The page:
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11 of 11 people found the following review helpful By Amazon Customer on 12 July 2004
Format: Hardcover
James Burge's carefully thought out account covers so much: the politics of church and state, who's in who's out; the prevailing sentiment around love and marriage and appropriate standards of behaviour; the personalities of the key figures as expressed by their actions. Best of all he takes huge pleasure from Heloise's writing and her profound humanity, and analyses and expounds her viewpoint very well. He puts a very moving story into a clearly drawn historical context, if only all history was written with such charm. The only thing missing is the complete text of Heloise's letters which I must now rush out and buy.
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4 of 4 people found the following review helpful By Astrolabius on 25 Jun. 2011
Format: Paperback
James Burge's study very successfully combines the inevitable and appropriate romantic and sexual relationship involved with a readable and reliable assessment of the medieval intellectual and social background. Excellent use is made of the relevant and remarkable primary source material, although the precise significance of the more recently discovered letters could perhaps have been made more effectively.

Abelard and Heloise's relationship with St. Bernard and Peter the Venerable, the greatest monastic leaders of this period, could also have been more firmly delineated, as the Benedictine background can hardly be overestimated

It does not, and probably should not have the dramatic effect of Helen Waddell's great novel, and inevitably lacks the authority of Etienne Gilson's study, which is somewhat bizarrely omitted from the Bibliography in this edition.

Nonetheless this must be the best penny I have ever spent on a book, and will be a permanent component of that focal part of my library with Waddell, Gilson, the Penguin edition of the Letters and the CD of Abelard' suriviving sacred music.
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3 of 3 people found the following review helpful By Peter Ceresole on 25 Feb. 2014
Format: Kindle Edition Verified Purchase
I knew nothing about mediaeval Europe- my interest were more in the 19th and 20th centuries, the centuries that formed my world. But I'd visited the Cistercian churches as a child, was conscious that there had been a human side to the distant past, and had heard of Heloise and Abelard. So I gave it a crack. I'm so glad I did. This book is about so much more than a love story- although it's certainly about that too. But the depiction of religion in the 12th century as being the major industry of the time, like coal and steel at the start of the 20th, was a splendid eye opener; in that context, the disputatious Abelard, absolutely brilliant in philosophy and debate but probably one of the most inept managers and schemers of his time, and Heloise, the brilliant pupil and irresistible lover who became, against her will, a nun and successful abbess, are splendidly depicted in terms that made sense to me, as a 'modern' reader, but also places them firmly in their time, reflecting their values. And it's very hard not to feel that you get to know them; both would be interesting to meet. Heloise, impossible not to fancy her. Jim Burge quotes nicely from their letters- Heloise especially has a lilting, poetic way with Latin that comes through directly, with no need for translation to show how spirited and charming she must have been. I don't know about Abelard, but I feel that I could easily have fallen for her.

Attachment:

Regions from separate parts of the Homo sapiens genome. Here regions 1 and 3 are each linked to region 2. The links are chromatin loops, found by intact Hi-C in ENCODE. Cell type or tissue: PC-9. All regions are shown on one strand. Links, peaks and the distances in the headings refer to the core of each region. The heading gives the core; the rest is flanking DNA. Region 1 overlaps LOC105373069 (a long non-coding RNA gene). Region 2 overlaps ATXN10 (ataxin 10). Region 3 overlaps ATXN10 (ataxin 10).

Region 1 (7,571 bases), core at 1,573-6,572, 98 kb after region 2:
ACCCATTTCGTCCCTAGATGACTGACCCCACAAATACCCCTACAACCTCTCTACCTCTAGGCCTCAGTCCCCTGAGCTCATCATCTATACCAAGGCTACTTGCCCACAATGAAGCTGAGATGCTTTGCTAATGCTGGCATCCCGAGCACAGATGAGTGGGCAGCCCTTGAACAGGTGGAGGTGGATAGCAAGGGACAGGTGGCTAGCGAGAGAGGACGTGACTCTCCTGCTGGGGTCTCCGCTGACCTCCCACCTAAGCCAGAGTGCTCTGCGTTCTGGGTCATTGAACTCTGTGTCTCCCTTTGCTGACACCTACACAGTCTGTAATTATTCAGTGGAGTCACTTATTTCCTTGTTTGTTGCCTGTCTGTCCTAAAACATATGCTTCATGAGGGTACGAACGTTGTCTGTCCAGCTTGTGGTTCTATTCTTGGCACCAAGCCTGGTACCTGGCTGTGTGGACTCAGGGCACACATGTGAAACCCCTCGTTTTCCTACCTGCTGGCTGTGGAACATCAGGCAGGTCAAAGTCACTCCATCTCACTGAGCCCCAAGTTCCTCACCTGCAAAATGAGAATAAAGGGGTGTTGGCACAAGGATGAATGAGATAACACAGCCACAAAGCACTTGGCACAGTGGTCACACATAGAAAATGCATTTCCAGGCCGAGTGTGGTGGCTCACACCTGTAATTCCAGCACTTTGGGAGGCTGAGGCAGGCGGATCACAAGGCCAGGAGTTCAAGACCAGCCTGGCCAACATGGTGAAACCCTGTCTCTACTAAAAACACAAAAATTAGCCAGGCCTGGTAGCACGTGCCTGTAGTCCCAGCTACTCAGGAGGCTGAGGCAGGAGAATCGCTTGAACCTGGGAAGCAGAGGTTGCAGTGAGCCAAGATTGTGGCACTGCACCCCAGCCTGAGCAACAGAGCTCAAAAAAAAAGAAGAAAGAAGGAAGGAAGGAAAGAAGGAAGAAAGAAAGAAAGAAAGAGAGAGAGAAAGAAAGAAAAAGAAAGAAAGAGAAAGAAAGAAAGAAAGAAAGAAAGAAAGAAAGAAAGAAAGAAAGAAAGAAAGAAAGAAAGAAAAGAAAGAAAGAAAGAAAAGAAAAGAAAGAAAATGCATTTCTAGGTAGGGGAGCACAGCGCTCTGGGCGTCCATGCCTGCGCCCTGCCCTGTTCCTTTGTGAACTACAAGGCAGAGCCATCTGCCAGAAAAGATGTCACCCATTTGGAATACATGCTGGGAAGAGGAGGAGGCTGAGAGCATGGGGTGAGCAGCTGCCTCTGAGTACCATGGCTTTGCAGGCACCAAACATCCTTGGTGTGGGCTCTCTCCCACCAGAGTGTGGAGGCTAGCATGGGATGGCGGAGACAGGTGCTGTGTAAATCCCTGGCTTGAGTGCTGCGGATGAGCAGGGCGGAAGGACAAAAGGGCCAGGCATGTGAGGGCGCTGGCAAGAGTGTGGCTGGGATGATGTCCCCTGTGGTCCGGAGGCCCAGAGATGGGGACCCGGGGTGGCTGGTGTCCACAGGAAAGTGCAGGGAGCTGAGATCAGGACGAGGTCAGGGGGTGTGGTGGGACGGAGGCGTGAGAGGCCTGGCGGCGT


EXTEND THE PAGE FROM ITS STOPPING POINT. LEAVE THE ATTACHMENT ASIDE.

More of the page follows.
The people around them, their values, their thirst for power and simultaneously their piety- the one being the way to the other- form a frieze of the time against which the love story is both set in context, and at the same time is used to illuminate a world that was completely new to me. And it made me want to know about it.